ps. In J. K. Jackson's brigade of the same corps was the Eighth regiment, Lieut.-Col. A. McNeill, also the Twenty-seventh regiment, Col. T. M. Jones, but the latter was transferred to Patton Anderson's division of Hardee's corps, and given command of a brigade including his own and the Thirtieth and Thirty-seventh regiments. With Anderson's division, in addition to Jones' brigade, were the Forty-first regiment in John C. Brown's brigade, and the Twenty-fourth, Col. William F. Dowd, in Samuel Powell's brigade, while the Forty-fifth was in S. A. M. Wood's brigade of Buckner's division. The Mississippi artillery was scattered throughout the army, Capt. T. J. Stanford's with A. P. Stewart's brigade, Swett's with Liddell's brigade, Darden's with Bushrod Johnson's brigade, Smith's with Maney's brigade. Several cavalry companies, under the command of Capt. P. D. Roddey, rendered valuable service in cutting the Memphis & Charleston railroad in Alabama in July and during the whole campaig
d by Captains Saunders and Bledsoe. The Second brigade, commanded by Brig.-Gen. William H. Carroll, was composed of the Seventeenth Tennessee, Lieutenant-Colonel Miller; Twenty-eighth Tennessee, Col. John P. Murray; Twenty-ninth Tennessee, Col. Samuel Powell; two guns of McClung's battery, Captain McClung; Sixteenth Alabama, Col. W. B. Wood, and the cavalry battalions of Lieutenant-Colonel Brauner and Lieut.-Col. George Mc-Clellan. The movement to the north of the Cumberland was made by Generd their position when the forces on the left retired and exposed them to a destructive flank fire; the Twenty-ninth Tennessee came to their rescue and checked the flank movement for a time with a raking fire at thirty paces. It was here that Colonel Powell was badly wounded. Valuable service was rendered at this critical moment by the Sixteenth Alabama, but the battle was lost after three hours of fighting. Owing to the formation of the field the Confederates were unable to use artillery; the
ade, Gen. Preston Smith, was detached, but the Thirteenth Tennessee, Colonel Vaughan, appears to have been somewhat engaged. General Hardee's wing comprised the divisions of Patton Anderson and S. B. Buckner. Tennessee was represented in Col. Samuel Powell's brigade of Anderson's division, by Powell's regiment, the Twenty-ninth; by the Second in Cleburne's brigade of Buckner's division; and in the same division by the Tennessee brigade of Bushrod R. Johnson, comprising the Fifth Confederate,Powell's regiment, the Twenty-ninth; by the Second in Cleburne's brigade of Buckner's division; and in the same division by the Tennessee brigade of Bushrod R. Johnson, comprising the Fifth Confederate, Col. J. A. Smith; Seventeenth, Col. A. S. Marks; Twenty-third, Lieut.-Col. R. H. Keeble; Twenty-fifth, Col. John M. Hughs; Twenty-seventh, Col. Moses White; Forty-fourth, Col. John S. Fulton. The Fourth cavalry was with Wharton. Skirmishing began at 10 a. m. of the 8th, and soon Liddell's brigade, of Buckner's division, was hotly engaged, but was withdrawn to our main line. Cheatham was moved from left to right, with Wharton's cavalry on his right, to meet a movement of the enemy. General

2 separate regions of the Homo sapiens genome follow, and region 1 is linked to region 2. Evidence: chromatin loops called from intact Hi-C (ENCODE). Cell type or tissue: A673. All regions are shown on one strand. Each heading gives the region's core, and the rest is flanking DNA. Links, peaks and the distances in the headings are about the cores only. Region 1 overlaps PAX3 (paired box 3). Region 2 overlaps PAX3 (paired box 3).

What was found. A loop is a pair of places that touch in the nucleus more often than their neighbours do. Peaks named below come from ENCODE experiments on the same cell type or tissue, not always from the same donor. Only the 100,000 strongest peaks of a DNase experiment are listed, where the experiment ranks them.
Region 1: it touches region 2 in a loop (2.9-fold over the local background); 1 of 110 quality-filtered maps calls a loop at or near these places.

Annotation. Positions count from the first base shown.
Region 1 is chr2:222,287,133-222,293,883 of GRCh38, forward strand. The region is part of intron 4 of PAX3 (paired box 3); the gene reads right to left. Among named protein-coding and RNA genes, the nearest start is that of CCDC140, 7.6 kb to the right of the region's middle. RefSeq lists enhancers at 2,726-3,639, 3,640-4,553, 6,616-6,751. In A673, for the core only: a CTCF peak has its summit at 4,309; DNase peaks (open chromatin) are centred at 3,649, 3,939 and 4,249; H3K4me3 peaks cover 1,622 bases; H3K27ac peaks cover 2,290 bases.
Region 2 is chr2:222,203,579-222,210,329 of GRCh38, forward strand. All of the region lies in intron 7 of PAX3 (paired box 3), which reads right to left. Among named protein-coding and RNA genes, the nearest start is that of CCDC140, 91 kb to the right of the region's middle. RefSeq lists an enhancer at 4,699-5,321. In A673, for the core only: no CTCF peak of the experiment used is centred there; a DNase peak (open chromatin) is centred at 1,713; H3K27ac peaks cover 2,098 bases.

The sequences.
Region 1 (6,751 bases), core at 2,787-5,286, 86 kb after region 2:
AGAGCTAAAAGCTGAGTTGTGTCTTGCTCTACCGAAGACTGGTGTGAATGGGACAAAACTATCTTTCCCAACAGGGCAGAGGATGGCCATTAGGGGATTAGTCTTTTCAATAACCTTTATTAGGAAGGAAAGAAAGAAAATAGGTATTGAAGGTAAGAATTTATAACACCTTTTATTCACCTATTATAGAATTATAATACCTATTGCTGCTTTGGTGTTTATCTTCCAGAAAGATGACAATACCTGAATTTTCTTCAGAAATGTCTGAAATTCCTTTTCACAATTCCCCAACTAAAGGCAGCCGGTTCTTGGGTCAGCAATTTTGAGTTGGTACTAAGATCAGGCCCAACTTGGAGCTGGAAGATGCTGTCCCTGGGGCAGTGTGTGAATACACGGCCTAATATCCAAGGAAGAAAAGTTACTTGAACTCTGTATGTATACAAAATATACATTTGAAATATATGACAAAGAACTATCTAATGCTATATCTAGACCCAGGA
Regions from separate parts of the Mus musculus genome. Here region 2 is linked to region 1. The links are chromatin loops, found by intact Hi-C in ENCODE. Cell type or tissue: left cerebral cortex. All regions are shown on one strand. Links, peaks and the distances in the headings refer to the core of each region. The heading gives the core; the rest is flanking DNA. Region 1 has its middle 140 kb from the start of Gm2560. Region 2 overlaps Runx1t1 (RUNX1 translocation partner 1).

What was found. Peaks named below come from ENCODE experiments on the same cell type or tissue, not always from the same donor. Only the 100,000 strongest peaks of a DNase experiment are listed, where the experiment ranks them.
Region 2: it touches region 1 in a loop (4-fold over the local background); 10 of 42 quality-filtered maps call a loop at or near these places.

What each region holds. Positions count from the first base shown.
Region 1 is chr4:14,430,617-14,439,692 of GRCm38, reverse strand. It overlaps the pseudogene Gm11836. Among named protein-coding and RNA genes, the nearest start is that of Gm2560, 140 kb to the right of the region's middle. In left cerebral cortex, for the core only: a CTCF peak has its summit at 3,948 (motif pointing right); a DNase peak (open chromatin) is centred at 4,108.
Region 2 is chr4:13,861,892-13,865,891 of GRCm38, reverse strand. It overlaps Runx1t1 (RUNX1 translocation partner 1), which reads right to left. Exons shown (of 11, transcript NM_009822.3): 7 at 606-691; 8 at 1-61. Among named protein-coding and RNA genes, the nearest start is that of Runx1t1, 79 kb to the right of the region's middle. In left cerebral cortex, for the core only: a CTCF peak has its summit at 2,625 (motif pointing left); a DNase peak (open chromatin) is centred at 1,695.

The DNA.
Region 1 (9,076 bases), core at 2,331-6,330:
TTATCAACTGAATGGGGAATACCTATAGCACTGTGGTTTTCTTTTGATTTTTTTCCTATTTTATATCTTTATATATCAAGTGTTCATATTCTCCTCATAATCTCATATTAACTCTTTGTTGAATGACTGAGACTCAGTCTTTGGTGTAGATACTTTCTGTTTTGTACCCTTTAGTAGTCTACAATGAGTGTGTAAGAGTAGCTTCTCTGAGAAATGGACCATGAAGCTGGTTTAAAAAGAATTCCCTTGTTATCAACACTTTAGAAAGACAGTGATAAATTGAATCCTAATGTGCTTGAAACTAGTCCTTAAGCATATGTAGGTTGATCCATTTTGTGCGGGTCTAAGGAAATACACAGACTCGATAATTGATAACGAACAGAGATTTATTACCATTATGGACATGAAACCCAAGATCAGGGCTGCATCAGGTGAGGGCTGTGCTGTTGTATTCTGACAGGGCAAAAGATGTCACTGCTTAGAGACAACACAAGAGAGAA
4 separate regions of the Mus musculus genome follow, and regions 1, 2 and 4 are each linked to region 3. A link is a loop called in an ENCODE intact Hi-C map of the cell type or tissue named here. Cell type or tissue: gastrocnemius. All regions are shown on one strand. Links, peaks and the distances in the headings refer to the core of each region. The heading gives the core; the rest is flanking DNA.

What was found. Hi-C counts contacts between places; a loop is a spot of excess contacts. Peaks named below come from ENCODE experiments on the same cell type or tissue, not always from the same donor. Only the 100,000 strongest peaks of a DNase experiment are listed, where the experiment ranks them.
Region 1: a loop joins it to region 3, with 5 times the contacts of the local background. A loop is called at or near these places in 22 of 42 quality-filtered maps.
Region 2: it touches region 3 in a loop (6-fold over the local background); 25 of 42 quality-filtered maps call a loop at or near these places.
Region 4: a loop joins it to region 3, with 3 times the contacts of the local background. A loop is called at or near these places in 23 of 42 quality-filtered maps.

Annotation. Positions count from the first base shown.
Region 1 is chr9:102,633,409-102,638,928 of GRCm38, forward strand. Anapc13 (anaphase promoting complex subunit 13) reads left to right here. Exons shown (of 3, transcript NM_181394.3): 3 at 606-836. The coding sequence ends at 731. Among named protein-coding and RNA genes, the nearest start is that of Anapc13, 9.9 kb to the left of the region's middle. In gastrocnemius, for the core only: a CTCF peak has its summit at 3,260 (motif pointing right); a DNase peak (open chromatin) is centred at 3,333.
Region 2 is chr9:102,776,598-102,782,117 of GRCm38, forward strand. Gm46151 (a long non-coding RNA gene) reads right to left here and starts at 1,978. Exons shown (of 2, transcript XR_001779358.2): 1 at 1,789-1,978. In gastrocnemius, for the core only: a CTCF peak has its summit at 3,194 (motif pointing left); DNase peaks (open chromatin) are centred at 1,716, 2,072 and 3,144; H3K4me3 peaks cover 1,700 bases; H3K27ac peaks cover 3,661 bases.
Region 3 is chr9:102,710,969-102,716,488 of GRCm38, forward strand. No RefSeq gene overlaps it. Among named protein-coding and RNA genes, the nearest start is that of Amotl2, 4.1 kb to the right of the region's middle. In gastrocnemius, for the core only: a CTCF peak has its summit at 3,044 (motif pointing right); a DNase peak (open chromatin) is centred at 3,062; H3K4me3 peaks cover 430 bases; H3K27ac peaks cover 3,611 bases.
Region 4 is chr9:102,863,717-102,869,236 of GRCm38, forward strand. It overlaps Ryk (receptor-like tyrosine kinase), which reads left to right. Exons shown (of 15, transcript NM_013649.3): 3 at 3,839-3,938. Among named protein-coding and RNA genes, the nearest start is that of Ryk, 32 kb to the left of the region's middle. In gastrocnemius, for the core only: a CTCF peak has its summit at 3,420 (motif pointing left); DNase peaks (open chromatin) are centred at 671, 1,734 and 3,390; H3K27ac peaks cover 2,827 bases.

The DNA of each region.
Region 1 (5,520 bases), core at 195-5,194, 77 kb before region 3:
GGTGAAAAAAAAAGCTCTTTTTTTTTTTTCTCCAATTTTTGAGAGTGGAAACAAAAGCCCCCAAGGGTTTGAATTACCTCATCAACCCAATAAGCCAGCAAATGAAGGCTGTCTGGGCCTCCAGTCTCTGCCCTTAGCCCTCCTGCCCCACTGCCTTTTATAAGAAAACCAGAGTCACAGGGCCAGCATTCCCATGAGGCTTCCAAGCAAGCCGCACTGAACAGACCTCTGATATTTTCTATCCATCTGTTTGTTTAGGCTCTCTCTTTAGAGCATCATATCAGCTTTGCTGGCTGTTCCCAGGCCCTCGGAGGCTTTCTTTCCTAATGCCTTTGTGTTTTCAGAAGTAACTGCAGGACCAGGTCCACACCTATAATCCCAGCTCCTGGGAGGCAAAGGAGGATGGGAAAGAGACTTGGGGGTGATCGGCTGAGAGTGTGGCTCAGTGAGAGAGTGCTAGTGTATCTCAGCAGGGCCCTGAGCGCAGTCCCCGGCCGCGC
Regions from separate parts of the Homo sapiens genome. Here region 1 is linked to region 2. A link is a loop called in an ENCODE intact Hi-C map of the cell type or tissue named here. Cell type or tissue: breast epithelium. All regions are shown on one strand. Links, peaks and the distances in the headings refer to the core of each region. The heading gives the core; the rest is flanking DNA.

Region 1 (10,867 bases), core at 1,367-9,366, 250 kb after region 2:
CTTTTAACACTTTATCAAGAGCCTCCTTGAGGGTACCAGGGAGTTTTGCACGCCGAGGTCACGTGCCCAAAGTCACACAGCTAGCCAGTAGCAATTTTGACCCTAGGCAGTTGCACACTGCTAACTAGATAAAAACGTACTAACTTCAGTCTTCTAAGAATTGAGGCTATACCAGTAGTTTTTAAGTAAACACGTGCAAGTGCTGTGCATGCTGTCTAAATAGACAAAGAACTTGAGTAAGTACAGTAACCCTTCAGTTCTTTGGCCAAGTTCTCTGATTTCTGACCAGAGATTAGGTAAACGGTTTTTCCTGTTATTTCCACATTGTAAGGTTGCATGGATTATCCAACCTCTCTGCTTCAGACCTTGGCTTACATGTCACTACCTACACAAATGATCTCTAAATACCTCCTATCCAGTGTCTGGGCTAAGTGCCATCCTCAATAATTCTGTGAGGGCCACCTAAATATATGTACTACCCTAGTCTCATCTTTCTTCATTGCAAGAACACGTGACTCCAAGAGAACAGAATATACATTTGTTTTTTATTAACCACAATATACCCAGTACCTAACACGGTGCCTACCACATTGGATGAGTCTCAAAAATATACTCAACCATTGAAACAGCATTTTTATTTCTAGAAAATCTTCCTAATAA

Southern Historical Society Papers, Volume 21. (ed. Reverend J. William Jones), United Confederate Veterans. (search)
Willeford, corn. Camp 213. Conway, Ark.; A. R. Witt, com.; J. J. R. Reeves, Sept., 1869, 1st lieut.; members, 117; disabled, 3; deaths, 6; Home, Little Rock, Ark. Camp 214. Danville, Ky.; E. M. Green, com. Camp 215. Richmond, Va.; James Tevis, com. Camp 216. Fayetteville, Ark.; T. M. Gunter, com. Camp 217. Chifley, Fla.; S. M. Robinson, com. Camp 218. Greenwood, Miss.; R. M. Williams, com. Camp 219. Hickory Flat, Miss.; W. A. Crum, corn. Camp 220. Hernando, Miss.; Sam. Powell, corn. Camp 221. Vaiden, Miss.; S. C. Baines, com.; med. offi., Dr. A. J. Sanderson, Feb., 1861, captain; members, 39; deaths, 1. Camp 222. Waco, Texas; C. L. Johnson, corn. Camp 223. Springville, Ala.; A. W. Woodall, corn. Camp 224. Camden, Miss.; R. Gaillard, com. Camp 225. Florenceville, Texas; W. C. Agee, com.; med. offi., Isaac H. Brewton, M. D.; private; members, 30; disabled, 4. Camp 226. Liberty, Miss.; P. R. Brewer, corn. Camp 227. Richmond, Texas; P. E. Pearson
Southern Historical Society Papers, Volume 31. (ed. Reverend J. William Jones), Zollicoffer's oak. [from the New Orleans, La., Picayune, August, 1903.] (search)
licoffer. This brigade was composed of the 15th Mississippi, Lieutenant-Colonel E. C. Walthall; the 19th Tennessee, Colonel D. H. Cummings; the 20th Tennessee, Colonel Joel A. Battle; the 25th Tennessee, Colonel S. S. Stanton. To it was attached a battery of four guns and two companies of cavalry. The second brigade was commanded by General William H. Carroll, composed of the 17th Tennessee, Lieutenant-Colonel Miller; the 28th Tennessee, Colonel John P. Murray; the 29th Tennessee, Colonel Samuel Powell; the 16th Alabama, Colonel W. B. Wood. It had two guns, a part of McClung's Battery, and two small battalions of cavalry. The location on the north side of the Cumberland river, in Pulaski county, was made by General Felix K. Zollicoffer, without the approval of Colonel Albert Sidney Johnston, then commanding the Department of Tennessee. At this late day it is difficult to understand why General Zollicoffer crossed the Cumberland river, leaving that uncertain stream—unfordable a